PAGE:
Curiously, this semi-final was perfectly asymmetrical with their US Open final four months earlier. This time, it is the world number one that will have shone by its inability to capitalize on its opportunities. Federer led 5-3 in the 1st set. He had two 3rd inning balls at 6-5 on his opponent’s serve before leading 3-1 in the deciding game. But Djokovic systematically slammed the door in his face. By his tactical mastery (he pounded Federer’s forehand), his extraordinary defense and even more his unshakable confidence, he ended up disgusting his illustrious rival.

Novak Djokovic, Australian Open 2008.

Novak Djokovic, Australian Open 2008.Getty Images

The seeded number 3 is in the final without losing a set and having maneuvered Federer like nobody on fast surface for ages. But the hardest part begins for him. He is going to play a match that he has no right to lose. Faced with a novice, ranked 47th at ATP. “It’s a little strange, it’s true, admits Djokovic. To be 20 years old and to be a favorite of a Grand Slam final…“Confronting Jo-Wilfried Tsonga rather than Rafael Nadal increases his chances of opening his record, but the approach is much more delicate.

This improbable final, the only one over a period of six years (between the Australian Open 2005 and the Australian Open 2011) not to involve at least Federer or Nadal, generates a breeze of freshness over Melbourne. This 2008 edition will be a landmark, either by devoting one of the most formidable sensations in history via the Le Mans apotheosis, or by enthroning the Prince of Belgrade, whom everyone understands that he is led, if not to reign alone, to minima to ultimately impose power sharing.

Two young champions with very different trajectories have an appointment with their destiny. Novak Djokovic, 20 years old, self-programmed to conquer the world. He often repeated it over the years, he never imagined himself otherwise than as world number one, from an early age. Jo-Wilfried Tsonga, 22, returned from nowhere after an early career rotten by various injuries. His Australian career is as much a miracle as a “feel good movie”. But there will be no happy end for the one that all Melbourne called “Ali” for his resemblance to the former boxer and his showman side.

Not that the Frenchman misses his final. He will even win the first set, concluded on two anthology points: a passing consecutive to a smash from Djokovic then a millimeter forehand lob, all causing public hysteria. But little by little, the extraordinary carelessness that had accompanied him during the fortnight will unravel. As if Jo was taking the measure during this final of what it implied.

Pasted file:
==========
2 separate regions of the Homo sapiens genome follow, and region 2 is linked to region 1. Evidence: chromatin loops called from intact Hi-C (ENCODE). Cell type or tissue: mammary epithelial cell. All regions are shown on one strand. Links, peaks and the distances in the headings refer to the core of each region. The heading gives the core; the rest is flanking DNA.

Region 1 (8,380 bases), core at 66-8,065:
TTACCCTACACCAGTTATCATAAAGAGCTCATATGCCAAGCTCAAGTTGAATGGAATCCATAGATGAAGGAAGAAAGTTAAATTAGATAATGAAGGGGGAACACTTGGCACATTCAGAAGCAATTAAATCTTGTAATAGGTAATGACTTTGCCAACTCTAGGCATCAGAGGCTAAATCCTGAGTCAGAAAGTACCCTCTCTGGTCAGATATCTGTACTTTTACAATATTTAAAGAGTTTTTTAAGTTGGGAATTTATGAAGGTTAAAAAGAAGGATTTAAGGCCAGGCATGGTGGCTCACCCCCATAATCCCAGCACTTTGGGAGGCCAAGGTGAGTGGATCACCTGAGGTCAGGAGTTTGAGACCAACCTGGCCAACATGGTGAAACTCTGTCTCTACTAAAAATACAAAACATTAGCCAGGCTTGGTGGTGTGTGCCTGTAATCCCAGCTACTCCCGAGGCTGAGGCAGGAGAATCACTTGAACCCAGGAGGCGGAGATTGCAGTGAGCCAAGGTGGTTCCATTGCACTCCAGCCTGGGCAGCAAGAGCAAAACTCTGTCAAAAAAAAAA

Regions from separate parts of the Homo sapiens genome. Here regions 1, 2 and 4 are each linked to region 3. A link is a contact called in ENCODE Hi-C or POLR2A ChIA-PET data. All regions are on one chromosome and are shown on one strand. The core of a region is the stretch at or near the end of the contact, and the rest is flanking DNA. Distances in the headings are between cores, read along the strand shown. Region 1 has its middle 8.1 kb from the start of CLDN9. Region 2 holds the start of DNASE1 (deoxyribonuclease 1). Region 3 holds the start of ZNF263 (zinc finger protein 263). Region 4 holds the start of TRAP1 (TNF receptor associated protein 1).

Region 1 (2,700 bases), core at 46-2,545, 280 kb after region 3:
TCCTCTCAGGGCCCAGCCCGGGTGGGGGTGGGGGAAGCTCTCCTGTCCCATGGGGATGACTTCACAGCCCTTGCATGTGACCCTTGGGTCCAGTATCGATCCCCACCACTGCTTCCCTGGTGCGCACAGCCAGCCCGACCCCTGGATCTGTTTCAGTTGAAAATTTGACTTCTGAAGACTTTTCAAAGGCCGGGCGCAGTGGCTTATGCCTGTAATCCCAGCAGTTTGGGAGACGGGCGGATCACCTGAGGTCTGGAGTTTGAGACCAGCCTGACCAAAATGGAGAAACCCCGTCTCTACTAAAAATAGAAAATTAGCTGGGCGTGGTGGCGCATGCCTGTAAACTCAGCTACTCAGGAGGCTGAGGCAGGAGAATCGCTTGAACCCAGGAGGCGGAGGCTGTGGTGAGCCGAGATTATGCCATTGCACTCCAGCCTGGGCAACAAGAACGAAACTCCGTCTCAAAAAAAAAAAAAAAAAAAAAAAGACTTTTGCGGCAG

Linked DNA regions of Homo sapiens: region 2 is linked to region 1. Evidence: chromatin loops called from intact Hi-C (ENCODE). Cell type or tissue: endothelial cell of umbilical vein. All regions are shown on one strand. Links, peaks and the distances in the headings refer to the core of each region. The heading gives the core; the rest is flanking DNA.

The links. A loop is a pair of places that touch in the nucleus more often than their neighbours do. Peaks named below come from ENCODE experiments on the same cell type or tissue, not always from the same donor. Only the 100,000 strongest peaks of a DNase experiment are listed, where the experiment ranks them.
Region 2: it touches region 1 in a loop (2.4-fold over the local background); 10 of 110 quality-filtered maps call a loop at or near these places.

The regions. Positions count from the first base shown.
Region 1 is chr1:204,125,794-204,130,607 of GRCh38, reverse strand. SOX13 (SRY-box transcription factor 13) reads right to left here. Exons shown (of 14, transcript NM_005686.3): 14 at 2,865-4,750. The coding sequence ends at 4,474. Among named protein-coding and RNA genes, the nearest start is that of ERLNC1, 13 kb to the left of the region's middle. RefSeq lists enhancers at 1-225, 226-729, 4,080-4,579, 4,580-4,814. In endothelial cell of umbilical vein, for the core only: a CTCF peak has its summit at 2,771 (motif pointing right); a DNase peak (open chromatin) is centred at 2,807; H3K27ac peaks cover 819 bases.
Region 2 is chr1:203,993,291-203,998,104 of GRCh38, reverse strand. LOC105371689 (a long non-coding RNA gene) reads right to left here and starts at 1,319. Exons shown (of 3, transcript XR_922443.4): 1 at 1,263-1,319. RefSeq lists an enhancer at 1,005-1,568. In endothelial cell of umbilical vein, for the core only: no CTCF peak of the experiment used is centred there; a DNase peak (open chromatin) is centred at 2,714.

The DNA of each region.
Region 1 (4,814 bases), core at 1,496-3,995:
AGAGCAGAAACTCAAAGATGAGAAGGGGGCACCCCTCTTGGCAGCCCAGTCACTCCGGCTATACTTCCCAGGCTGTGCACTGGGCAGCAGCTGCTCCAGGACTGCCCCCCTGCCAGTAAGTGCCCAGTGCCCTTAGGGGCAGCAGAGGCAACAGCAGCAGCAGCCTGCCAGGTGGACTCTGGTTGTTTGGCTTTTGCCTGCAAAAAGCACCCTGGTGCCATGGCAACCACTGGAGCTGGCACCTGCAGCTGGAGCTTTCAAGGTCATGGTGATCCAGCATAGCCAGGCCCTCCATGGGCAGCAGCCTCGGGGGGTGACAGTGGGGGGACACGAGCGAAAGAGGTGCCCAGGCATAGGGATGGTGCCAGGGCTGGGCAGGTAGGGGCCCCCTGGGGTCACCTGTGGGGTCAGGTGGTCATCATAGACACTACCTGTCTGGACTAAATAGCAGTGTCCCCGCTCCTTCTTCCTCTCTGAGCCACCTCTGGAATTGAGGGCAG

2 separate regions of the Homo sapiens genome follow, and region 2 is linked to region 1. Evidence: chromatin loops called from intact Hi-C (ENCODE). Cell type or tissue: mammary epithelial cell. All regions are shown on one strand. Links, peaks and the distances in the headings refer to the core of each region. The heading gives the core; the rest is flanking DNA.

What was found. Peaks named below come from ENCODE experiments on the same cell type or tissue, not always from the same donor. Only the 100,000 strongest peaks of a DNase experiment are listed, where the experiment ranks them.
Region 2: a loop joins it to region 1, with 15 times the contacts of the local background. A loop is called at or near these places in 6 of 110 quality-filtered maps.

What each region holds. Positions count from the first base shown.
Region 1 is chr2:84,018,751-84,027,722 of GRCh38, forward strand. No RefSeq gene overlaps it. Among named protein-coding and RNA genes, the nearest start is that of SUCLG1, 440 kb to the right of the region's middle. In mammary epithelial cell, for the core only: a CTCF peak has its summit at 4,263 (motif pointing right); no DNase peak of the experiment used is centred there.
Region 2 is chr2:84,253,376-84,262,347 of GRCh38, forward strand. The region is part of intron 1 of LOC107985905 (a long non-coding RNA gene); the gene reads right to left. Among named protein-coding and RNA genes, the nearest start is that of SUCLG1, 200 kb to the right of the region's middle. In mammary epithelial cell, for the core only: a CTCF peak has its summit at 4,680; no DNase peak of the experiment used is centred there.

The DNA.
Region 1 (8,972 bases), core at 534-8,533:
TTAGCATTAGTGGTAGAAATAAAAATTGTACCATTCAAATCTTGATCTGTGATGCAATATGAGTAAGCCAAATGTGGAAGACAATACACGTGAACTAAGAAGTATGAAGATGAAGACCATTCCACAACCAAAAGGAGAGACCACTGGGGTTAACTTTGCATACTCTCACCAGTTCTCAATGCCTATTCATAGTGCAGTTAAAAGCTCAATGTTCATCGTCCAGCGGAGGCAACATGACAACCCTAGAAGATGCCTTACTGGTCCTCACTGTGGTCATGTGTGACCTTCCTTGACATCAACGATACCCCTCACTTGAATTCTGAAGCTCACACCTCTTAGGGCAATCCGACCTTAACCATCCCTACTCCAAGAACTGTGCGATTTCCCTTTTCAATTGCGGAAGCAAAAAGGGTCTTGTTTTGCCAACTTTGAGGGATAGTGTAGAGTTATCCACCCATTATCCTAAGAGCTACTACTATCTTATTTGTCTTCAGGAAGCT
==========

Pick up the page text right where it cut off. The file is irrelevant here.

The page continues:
video” data-video-id=”1279197_764771753″>

Video – Passing of fire and subtle lob: the two points of Tsonga to complete the 1st set

0:46

Djokovic has already been there. Of course, the weight of the event invaded him. “Before the final, he will tell, I tried to think of something else, make jokes, listen to music and watch funny videos to relax. I did it, but when I entered the court it changed in two seconds. I was very nervous. ”

However, it will eventually tame this element. The privilege of its final at the US Open. “In the hottest moments of the match, I knew how to be calmer and more patient than in New York“, explains the Serbian. This time, he seizes his chance when it presents itself and behaves little by little as a boss. Nothing will be simple and Tsonga passes very close to embarking him in a very random 5th set. But in a little more than three hours, he won 4-6, 6-4, 6-3, 7-6 and invited himself to the club of winners in the Grand Slam.

I dreamed of it, I watched the tennis legends lift the trophies and I wanted to find myself in this situation too“, he launched after the final. The ambitious Nole achieved his goals. Already. His inevitable advent was faster than expected. This is not a judgment of no confidence in but Federer and Nadal took up so much honor that his time seemed to come later. The young man was not only talented. He was, too, in a hurry. But before enjoying the drunkenness of a coronation capital, he will now have to learn patience.

Noavk Djokovic with the Norman Brookes Trophy. For the first time. Not the last.

Noavk Djokovic with the Norman Brookes Trophy. For the first time. Not the last.Getty Images

2011: The birth of a tyrant

In a career sometimes there are grace periods, where all the pieces of a puzzle that you have long vainly sought to nest finally fit together perfectly. They are the same pieces, you had them under your nose, but suddenly, the complex entanglement appears to you as obvious. This is what Novak Djokovic experienced during his historic 2011 campaign, the one that saw him sign a Petit Slam, chain more than forty victories for six months and settle in power durably and without any ambiguity.